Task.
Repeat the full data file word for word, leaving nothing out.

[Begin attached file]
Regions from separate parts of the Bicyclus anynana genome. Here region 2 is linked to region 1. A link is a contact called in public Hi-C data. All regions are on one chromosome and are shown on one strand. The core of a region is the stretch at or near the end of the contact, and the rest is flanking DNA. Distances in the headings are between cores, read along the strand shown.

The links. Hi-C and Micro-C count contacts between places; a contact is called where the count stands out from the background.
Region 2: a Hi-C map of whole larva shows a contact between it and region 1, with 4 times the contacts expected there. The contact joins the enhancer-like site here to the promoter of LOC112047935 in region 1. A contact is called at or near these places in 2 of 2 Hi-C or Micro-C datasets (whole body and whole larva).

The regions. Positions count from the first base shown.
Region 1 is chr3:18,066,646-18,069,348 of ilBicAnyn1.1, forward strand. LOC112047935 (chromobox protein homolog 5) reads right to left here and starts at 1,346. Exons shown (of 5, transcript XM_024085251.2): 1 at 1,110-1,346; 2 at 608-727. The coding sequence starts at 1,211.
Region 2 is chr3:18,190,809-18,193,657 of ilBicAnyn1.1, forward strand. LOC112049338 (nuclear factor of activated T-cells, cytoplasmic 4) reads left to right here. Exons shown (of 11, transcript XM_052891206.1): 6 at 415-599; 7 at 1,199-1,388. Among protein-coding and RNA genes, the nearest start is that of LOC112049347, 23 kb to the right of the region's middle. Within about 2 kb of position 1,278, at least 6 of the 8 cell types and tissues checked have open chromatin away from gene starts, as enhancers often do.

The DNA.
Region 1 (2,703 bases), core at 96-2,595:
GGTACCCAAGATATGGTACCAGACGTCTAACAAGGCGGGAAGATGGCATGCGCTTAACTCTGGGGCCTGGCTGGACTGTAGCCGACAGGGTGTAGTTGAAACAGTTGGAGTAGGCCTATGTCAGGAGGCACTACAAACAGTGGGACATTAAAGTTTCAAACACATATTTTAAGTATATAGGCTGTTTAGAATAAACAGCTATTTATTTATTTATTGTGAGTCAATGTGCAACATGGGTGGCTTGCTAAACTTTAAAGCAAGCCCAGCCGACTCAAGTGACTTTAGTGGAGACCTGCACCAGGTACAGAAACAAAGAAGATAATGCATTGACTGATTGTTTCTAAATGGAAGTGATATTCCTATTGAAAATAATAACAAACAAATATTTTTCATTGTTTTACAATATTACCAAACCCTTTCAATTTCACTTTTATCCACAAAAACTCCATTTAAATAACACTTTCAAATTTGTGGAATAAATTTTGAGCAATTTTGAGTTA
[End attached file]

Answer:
Regions from separate parts of the Bicyclus anynana genome. Here region 2 is linked to region 1. A link is a contact called in public Hi-C data. All regions are on one chromosome and are shown on one strand. The core of a region is the stretch at or near the end of the contact, and the rest is flanking DNA. Distances in the headings are between cores, read along the strand shown.

The links. Hi-C and Micro-C count contacts between places; a contact is called where the count stands out from the background.
Region 2: a Hi-C map of whole larva shows a contact between it and region 1, with 4 times the contacts expected there. The contact joins the enhancer-like site here to the promoter of LOC112047935 in region 1. A contact is called at or near these places in 2 of 2 Hi-C or Micro-C datasets (whole body and whole larva).

The regions. Positions count from the first base shown.
Region 1 is chr3:18,066,646-18,069,348 of ilBicAnyn1.1, forward strand. LOC112047935 (chromobox protein homolog 5) reads right to left here and starts at 1,346. Exons shown (of 5, transcript XM_024085251.2): 1 at 1,110-1,346; 2 at 608-727. The coding sequence starts at 1,211.
Region 2 is chr3:18,190,809-18,193,657 of ilBicAnyn1.1, forward strand. LOC112049338 (nuclear factor of activated T-cells, cytoplasmic 4) reads left to right here. Exons shown (of 11, transcript XM_052891206.1): 6 at 415-599; 7 at 1,199-1,388. Among protein-coding and RNA genes, the nearest start is that of LOC112049347, 23 kb to the right of the region's middle. Within about 2 kb of position 1,278, at least 6 of the 8 cell types and tissues checked have open chromatin away from gene starts, as enhancers often do.

The DNA.
Region 1 (2,703 bases), core at 96-2,595:
GGTACCCAAGATATGGTACCAGACGTCTAACAAGGCGGGAAGATGGCATGCGCTTAACTCTGGGGCCTGGCTGGACTGTAGCCGACAGGGTGTAGTTGAAACAGTTGGAGTAGGCCTATGTCAGGAGGCACTACAAACAGTGGGACATTAAAGTTTCAAACACATATTTTAAGTATATAGGCTGTTTAGAATAAACAGCTATTTATTTATTTATTGTGAGTCAATGTGCAACATGGGTGGCTTGCTAAACTTTAAAGCAAGCCCAGCCGACTCAAGTGACTTTAGTGGAGACCTGCACCAGGTACAGAAACAAAGAAGATAATGCATTGACTGATTGTTTCTAAATGGAAGTGATATTCCTATTGAAAATAATAACAAACAAATATTTTTCATTGTTTTACAATATTACCAAACCCTTTCAATTTCACTTTTATCCACAAAAACTCCATTTAAATAACACTTTCAAATTTGTGGAATAAATTTTGAGCAATTTTGAGTTA